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Texas Passes Partial Red Light Camera Ban
Partial ban on red light cameras takes effect with the signature of the Texas governor.

Jonathan Stickland
The majority of red light camera programs in the Lone Star State will be shut down under legislation that cleared the Texas legislature on Friday. By a vote of 23 to 8, the state Senate approved the partial ban on automated ticketing that had sailed through the House with a vote of 109 to 34. Because it passed with supermajority support, the bill becomes law upon being signed by Governor Greg Abbott (R), who made getting rid of cameras part of his campaign platform.

Most, but not all, of 37 cities running red light cameras would lose the ability to approve $75 photo citations issued by private, for-profit companies. Cities that have clauses that allow for early termination of their photo ticketing contract in the event of adverse state legislation must pull the plug immediately. Cities that struck the escape clause in anticipation of the legislature's move can continue using the cameras until the contract expires -- many of the deals have been extended for twenty years or more.

"Some entities leave the clause out," Senator Bob Hall (R-Edgewood), the upper chamber's bill sponsor, explained. "Unfortunately, the [state] constitution protects them. It's kinda like we're rewarding bad behavior."

House lawmakers sympathetic to the complaints of local mayors inserted the controversial grandfather clause into the bill with a 88-53 vote. Representative Jonathan Stickland (R-Bedford), the House sponsor of the ban, objected strongly to the idea that such a clause was needed. He succeeded in blocking cities from rushing to extend their contracts with an amendment only accepting the terms of contracts in force on May 7.

While automated ticketing companies have had a great deal of success in legal fights against private citizens, this measure presents a new obstacle. Jurisdictions that attempt to defy the legislature will have to take on state attorney general Ken Paxton, who is tasked by the bill with enforcing the shutdown. Byron Schirmbeck, state coordinator for Texas Campaign for Liberty, says his group will also hold cities to account.

"Fortunately the remaining camera sanctuary cities will no longer be able to block registrations for unpaid tickets making them completely optional," Schirmbeck told TheNewspaper. "The cities that do have to shut down their programs are also not allowed to pursue outstanding tickets and all existing registration holds will be removed. We will consider petition efforts and an increased trash your ticket campaign to go after those that choose to operate camera programs after the ban."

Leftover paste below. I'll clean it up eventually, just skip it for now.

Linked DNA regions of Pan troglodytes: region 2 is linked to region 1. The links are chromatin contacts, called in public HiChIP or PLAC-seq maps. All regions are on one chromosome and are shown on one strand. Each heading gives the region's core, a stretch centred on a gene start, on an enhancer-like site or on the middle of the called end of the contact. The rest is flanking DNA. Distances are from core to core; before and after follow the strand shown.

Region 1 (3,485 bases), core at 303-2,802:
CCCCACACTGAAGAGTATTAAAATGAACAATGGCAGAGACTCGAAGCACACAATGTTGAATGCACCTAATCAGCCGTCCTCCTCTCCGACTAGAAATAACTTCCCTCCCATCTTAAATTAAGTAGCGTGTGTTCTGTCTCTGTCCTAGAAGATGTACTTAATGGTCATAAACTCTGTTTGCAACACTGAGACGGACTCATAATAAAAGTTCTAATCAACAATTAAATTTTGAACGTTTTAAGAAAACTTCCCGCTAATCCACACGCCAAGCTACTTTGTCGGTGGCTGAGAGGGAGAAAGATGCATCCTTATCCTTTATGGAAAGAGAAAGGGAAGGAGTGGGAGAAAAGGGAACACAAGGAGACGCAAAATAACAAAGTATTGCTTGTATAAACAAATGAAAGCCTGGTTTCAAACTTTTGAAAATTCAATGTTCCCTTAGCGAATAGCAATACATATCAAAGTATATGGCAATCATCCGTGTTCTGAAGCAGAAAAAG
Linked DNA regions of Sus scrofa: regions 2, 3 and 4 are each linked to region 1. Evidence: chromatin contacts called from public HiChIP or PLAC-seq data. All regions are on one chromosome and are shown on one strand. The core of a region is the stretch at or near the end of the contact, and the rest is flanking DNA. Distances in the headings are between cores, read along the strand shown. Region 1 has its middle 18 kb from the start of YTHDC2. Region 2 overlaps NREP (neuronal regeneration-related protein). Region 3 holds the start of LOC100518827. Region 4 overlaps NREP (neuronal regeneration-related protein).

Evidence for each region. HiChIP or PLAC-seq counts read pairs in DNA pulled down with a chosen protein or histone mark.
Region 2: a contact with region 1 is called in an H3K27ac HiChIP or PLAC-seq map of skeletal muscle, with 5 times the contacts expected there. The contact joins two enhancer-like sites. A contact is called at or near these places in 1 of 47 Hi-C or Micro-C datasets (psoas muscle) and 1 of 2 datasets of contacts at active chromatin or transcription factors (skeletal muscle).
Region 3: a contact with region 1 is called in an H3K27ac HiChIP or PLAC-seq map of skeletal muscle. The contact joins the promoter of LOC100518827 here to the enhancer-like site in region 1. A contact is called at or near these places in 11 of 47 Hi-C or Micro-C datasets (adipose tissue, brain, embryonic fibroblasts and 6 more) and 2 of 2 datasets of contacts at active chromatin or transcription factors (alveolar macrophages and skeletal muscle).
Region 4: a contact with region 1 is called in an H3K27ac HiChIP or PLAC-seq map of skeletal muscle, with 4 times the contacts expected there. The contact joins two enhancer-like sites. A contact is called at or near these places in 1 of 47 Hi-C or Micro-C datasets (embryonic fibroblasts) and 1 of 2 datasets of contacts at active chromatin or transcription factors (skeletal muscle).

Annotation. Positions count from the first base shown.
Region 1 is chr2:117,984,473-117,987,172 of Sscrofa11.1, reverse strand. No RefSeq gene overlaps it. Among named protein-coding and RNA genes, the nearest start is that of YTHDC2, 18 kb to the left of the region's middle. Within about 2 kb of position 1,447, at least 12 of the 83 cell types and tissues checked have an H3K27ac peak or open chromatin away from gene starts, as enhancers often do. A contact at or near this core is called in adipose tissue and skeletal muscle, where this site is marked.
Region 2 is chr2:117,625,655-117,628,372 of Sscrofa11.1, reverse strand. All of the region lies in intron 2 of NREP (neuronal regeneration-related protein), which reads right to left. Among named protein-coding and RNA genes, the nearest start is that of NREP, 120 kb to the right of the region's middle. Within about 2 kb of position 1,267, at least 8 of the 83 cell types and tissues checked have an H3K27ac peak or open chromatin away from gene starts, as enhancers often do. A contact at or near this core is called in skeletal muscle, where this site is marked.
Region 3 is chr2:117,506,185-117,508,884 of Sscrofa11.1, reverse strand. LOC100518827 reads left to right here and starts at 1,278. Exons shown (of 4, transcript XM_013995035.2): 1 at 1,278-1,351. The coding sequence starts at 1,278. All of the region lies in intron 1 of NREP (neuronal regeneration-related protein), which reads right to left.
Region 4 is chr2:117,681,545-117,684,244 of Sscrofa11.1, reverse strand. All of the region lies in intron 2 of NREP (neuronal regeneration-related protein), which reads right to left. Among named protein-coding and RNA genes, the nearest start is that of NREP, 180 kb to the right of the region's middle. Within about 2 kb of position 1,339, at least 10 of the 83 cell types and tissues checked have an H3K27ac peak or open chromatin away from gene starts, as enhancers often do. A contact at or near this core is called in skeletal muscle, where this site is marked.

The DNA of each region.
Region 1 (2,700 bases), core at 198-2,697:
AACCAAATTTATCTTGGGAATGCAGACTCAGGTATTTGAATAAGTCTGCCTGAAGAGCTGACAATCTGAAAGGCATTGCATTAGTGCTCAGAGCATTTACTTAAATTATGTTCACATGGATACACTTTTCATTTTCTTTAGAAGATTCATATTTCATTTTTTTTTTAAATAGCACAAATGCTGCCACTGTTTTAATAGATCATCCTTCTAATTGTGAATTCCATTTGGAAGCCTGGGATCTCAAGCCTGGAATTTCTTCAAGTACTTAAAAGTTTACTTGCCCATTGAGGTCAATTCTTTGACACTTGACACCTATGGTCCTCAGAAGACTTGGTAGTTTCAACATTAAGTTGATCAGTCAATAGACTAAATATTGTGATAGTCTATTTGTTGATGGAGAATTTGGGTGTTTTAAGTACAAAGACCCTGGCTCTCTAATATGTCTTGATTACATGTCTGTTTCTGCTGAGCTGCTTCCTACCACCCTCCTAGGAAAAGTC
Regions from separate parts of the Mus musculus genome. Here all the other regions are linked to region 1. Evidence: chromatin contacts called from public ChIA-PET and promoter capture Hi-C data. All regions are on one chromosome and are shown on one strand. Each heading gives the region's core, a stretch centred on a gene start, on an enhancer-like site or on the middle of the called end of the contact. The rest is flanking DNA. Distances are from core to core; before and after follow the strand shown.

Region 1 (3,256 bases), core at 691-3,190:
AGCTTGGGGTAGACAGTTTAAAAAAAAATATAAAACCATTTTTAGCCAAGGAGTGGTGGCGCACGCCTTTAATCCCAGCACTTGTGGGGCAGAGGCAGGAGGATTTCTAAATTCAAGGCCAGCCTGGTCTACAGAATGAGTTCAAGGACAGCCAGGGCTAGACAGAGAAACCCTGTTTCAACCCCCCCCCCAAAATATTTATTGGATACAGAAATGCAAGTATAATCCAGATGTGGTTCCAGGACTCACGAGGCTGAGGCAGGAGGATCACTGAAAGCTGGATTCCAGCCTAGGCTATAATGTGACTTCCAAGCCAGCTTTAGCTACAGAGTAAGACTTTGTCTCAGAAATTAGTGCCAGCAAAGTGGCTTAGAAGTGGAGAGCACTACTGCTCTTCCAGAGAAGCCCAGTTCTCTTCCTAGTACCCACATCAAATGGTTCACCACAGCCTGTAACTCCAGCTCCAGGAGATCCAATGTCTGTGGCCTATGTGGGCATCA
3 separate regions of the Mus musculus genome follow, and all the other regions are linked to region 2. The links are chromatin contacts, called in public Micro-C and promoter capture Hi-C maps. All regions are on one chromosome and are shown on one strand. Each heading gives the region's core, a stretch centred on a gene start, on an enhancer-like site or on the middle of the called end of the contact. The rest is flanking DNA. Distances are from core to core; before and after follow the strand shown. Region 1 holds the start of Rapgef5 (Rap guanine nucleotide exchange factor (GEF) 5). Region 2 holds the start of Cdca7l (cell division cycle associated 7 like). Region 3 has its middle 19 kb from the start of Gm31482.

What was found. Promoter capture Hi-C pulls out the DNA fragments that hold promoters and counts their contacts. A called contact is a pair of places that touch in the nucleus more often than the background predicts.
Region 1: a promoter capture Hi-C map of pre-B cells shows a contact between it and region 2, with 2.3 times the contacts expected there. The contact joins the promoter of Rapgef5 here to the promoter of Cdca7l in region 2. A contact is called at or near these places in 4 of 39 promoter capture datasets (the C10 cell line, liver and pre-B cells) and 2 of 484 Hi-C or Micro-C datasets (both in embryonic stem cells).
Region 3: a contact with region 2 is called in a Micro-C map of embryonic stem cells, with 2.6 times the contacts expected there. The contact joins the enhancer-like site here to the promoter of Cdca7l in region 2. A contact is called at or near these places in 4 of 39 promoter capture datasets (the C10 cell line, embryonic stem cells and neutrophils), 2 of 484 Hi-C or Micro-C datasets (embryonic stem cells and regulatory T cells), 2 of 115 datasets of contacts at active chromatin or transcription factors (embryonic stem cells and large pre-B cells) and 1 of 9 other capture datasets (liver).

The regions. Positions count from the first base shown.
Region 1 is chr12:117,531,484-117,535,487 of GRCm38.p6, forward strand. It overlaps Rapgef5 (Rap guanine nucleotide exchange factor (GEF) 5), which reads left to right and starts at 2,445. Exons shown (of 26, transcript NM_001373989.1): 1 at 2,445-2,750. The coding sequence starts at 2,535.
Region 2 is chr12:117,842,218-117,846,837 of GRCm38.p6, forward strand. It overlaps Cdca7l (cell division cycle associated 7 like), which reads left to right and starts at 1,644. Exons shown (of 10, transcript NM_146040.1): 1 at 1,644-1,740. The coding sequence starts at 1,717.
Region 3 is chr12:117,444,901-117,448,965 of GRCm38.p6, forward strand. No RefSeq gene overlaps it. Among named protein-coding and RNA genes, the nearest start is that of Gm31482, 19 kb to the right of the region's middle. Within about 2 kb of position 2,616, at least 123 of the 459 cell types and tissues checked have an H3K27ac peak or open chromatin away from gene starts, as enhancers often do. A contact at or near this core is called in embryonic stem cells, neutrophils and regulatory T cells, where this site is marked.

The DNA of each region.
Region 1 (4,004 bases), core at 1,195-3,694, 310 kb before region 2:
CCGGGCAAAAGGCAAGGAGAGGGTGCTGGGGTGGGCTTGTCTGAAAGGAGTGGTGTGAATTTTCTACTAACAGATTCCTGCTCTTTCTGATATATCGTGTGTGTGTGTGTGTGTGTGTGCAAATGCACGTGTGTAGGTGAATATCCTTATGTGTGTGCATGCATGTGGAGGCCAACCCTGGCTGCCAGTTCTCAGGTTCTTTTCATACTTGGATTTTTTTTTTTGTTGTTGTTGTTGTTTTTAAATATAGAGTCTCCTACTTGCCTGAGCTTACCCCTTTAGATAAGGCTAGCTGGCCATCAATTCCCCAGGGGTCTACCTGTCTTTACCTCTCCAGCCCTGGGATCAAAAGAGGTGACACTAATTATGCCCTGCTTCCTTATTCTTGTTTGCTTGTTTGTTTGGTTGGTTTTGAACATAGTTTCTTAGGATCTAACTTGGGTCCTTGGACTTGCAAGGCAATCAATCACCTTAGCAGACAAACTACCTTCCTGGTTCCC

Schirmbeck led the successful petition effort that banned cameras in Baytown. Voters also used the initiative process to eliminate programs in Conroe, Dayton, Houston, League City, Arlington and College Station. Redflex Traffic Systems, which is already struggling financially, warned Australian investors on Monday that the company could lose up to $12 million per year as a result of the ban.

"The company expects the enactment of Bill 1631 will have a material impact on the company's financial performance but is unable to assess the quantum at this time given Bill 1631 has various provisions that the company is still evaluating," the Redflex notice explained. "Our Texas contracts represented approximately 13 percent of Redflex Group revenues derived in the six-month period ended 31 December 2018."

Even if Redflex and its competitor Verra Mobility (formerly American Traffic Solutions) can convince cities to challenge the new law in court, cities will have no way to require payment of automated citations. The new measure prohibits the Texas Department of Motor Vehicles and county assessors from blocking vehicle registrations for non-payment of photo tickets. Already, credit reporting agencies it may not lower a motorist's credit rating for unpaid tickets of any kind. Including Texas, a total of eighteen states have banned the use of red light and speed cameras (view list).

A copy of the final text of the legislation as enacted is available in a 100k PDF file at the source link below.

Source: PDF File House Bill 1631 (Texas Legislature, 5/17/2019)



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